This is the sort of thing Senator Mike Lee (R-UT) was talking about when he described our antiquated labor laws as a form of cronyism. Rarely has there been a more clear-cut case of political connections being employed to siphon money from taxpayers into the greedy hands of the well-connected, with an arrangement viewed by everyone except the beneficiaries and their pet Democrats as a scam. Fox News lays it out for is:
A Michigan branch of the powerful Service Employees International Union saw its membership and revenues plummet after the reversal of a measure that forced caregivers tending to friends or relatives to be members with their dues paid by those they cared for.
More than 44,000 home-based healthcare workers parted ways with SEIU Healthcare Michigan after learning they did not have to join the union or pay dues, according to reports the union filed with the U.S. Department of Labor. Thousands of the employees were allegedly forced into the union under a plan the SEIU successfully lobbied for that classified even unpaid family members caring for their elderly parents as “home health care workers.” Dues were then automatically collected from the care recipients’ Medicare or Medicaid checks.
“Family members were told they were public employees,” Patrick Wright, director of the Mackinac Center Legal Foundation, a Michigan-based policy group, told FoxNews.com. “They are not public employees and this was not proper.
“It was an underhanded scheme to get these people in [the union],” he added.
How in the world could such an “underhanded scheme” ever have been put in place? Jennifer Granholm, that’s how. The disastrous Democrat governor of Michigan was all too willing to give her union friends some of that sweet crony power. This is how it went down, according to the Washington Examiner:
In 2005, then-Gov. Jennifer Granholm, a Democrat, created the Michigan Quality Community Care Council — commonly referred to as “MQC3” — ostensibly for the purpose of keeping tracking track of program’s 45,000 participants. However the entity also made it legally possible for the state to claim the participants were actually employees and therefore eligible for collective bargaining.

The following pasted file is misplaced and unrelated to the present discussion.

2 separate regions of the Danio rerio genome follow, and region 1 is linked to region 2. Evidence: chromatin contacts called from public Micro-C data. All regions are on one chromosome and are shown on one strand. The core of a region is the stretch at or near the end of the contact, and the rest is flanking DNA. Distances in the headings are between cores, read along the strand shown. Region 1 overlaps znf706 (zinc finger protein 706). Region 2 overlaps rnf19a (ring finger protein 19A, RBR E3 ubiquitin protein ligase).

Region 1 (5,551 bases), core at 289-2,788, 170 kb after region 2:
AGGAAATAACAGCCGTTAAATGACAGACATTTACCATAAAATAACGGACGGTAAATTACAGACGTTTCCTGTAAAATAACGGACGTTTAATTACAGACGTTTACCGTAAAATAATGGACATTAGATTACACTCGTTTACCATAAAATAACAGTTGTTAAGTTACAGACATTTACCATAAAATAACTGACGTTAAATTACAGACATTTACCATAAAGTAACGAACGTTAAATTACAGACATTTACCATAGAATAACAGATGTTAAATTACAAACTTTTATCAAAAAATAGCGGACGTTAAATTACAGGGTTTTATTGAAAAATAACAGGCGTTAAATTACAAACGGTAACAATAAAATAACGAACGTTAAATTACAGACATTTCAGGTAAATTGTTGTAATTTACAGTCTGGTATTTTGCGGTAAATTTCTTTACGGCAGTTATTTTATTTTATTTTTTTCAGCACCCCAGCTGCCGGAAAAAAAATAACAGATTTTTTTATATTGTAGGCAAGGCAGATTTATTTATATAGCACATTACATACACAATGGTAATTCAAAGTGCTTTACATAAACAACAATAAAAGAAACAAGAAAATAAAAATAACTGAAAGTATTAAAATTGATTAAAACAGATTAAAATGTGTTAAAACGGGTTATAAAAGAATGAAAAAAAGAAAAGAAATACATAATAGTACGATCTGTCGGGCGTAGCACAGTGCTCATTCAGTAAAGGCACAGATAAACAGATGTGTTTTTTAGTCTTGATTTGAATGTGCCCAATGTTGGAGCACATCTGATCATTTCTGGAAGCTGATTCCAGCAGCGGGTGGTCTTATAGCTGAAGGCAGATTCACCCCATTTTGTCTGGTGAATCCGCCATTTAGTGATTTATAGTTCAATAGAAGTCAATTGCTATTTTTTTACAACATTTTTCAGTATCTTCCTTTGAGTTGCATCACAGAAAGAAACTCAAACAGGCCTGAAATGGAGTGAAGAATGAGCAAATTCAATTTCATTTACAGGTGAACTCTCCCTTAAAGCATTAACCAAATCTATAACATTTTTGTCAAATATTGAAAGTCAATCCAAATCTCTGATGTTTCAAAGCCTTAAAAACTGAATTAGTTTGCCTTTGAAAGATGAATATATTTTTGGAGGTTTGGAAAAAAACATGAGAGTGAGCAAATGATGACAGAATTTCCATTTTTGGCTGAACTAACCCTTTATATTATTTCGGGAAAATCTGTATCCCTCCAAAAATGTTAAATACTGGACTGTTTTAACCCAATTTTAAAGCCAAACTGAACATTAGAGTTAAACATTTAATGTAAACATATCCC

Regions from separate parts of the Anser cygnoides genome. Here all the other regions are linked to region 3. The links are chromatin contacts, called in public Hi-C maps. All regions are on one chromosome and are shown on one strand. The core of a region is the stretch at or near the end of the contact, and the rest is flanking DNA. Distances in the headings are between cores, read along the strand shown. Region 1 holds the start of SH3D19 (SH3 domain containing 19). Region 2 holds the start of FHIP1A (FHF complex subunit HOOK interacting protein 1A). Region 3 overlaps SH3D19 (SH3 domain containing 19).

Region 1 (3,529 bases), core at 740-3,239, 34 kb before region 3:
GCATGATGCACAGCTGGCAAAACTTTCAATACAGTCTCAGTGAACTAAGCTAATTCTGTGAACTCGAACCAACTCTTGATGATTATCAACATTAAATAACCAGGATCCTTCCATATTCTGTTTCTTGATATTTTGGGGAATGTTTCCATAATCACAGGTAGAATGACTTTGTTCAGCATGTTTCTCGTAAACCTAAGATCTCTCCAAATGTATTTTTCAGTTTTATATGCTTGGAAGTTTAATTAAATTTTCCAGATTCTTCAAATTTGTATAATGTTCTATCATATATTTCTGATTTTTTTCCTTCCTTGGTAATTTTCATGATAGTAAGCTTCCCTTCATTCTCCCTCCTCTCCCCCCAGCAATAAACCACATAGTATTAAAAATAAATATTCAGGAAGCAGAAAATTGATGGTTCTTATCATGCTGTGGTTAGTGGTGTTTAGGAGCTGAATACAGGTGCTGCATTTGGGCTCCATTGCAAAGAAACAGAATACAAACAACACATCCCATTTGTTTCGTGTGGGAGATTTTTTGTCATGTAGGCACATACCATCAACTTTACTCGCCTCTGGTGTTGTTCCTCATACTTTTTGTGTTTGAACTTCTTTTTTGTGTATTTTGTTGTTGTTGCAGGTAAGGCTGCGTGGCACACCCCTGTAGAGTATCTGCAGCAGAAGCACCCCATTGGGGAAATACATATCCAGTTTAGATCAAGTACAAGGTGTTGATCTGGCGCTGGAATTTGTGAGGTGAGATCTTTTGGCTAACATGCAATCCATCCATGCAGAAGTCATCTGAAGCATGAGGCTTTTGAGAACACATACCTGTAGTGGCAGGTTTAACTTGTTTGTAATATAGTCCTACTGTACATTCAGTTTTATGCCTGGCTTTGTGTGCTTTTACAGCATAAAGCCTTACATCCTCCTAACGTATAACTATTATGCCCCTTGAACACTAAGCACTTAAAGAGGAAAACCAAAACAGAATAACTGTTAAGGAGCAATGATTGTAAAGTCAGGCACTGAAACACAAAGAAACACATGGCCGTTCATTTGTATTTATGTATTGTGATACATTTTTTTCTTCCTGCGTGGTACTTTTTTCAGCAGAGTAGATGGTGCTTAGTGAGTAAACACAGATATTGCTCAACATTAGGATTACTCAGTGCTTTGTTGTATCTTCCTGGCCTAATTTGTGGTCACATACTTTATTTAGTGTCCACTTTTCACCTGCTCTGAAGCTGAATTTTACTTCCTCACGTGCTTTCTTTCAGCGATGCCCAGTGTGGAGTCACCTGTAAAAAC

The following year, Granholm signed a collective bargaining contract with SEIU Healthcare Michigan, after a mail-in ballot in which only 20 percent of the program participants voted. It is not clear how many in the program even knew an election was going on or what the ballot represented.
“This evidence shows the truth about the Granholm-inspired unionization of those in the home help program,” said Patrick Wright, director of the free market Mackinac Center Legal Foundation, which first reported the union’s federal filing. “When given the choice, those in the program didn’t want to give the union a dime.”
Her Republican successor, Rick Snyder, put an end to the scheme, which cut the SEIU in for $35 million in loot extracted from the elderly and disabled since 2006. As soon as these revenue targets realized they were not compelled to be part of the union scheme, almost all of them stopped paying their “dues,” and the overall size of SEIU Healthcare Michigan plummeted by 80 percent… in a single year.
The SEIU didn’t give up this money without a fight. The Mackinac Center Legal Foundation notes that the union was fined $200,000 after secretly bankrolling a 2012 effort to lock their health care dues-skimming program into the state constitution.
Some of the forcibly-unionized are filing lawsuits to get their stolen money back, as reported by Fox News:
Retired Detroit police officer Robert Haynes and his wife Patricia say they were forced into the union after they were considered public employees because they cared for two adult children with cerebral palsy in their home.
“Our children’s case worker had come for their usual six-month visit and he had told us that we were now part of the union,” Haynes told FoxNews.com. “I was like, ‘What?’”
But Haynes and her husband weren’t concerned.
“I didn’t think much about it,” she said. “Then my husband heard the news that the law was reversed and we realized they were doing nothing for us.”
Haynes said that every month, $30 was deducted from their children’s Medicare payments, and, while it did not break their bank, they objected on principle.
“They couldn’t get me a raise, they couldn’t get me more vacation time and they certainly did nothing to improve my children’s care,” she said. “I’d hate to say it, but in my opinion, they were stealing.”
Haynes also says that they are also hoping to help others who had to pay dues.
“We are not anti-union. I just don’t understand why we were forced to join because I have two disabled kids,” she said. “That we were told that we had to join a union just because we chose to keep our kids at home to care for them.”
The reasons you were “forced to join” despite having two disabled kids are greed, Democrat Party politics, and cronyism, sir.
Mr. Haynes is very gracious to say that he’s still not “anti-union” after getting fleeced by a corrupt union and its political allies, but it’s fair enough to say that condemning this scheme does not require blanket disdain for unions or collective bargaining. It’s the addition of political power that made this work. There’s nothing wrong with organized labor when everything about it is voluntary – a test that no public-employee union can pass, but every private-sector union should.
As we can see from the results of Gov. Snyder’s reforms, very few people would have considered participating in this union scheme if they weren’t pushed into it. “You pay us $X in exchange for Y services” is a business proposition. “You pay us $X, and quit bugging us about doing anything for you, because you don’t have a choice” is something else altogether. And when the government is actually skimming the money right out of benefit checks…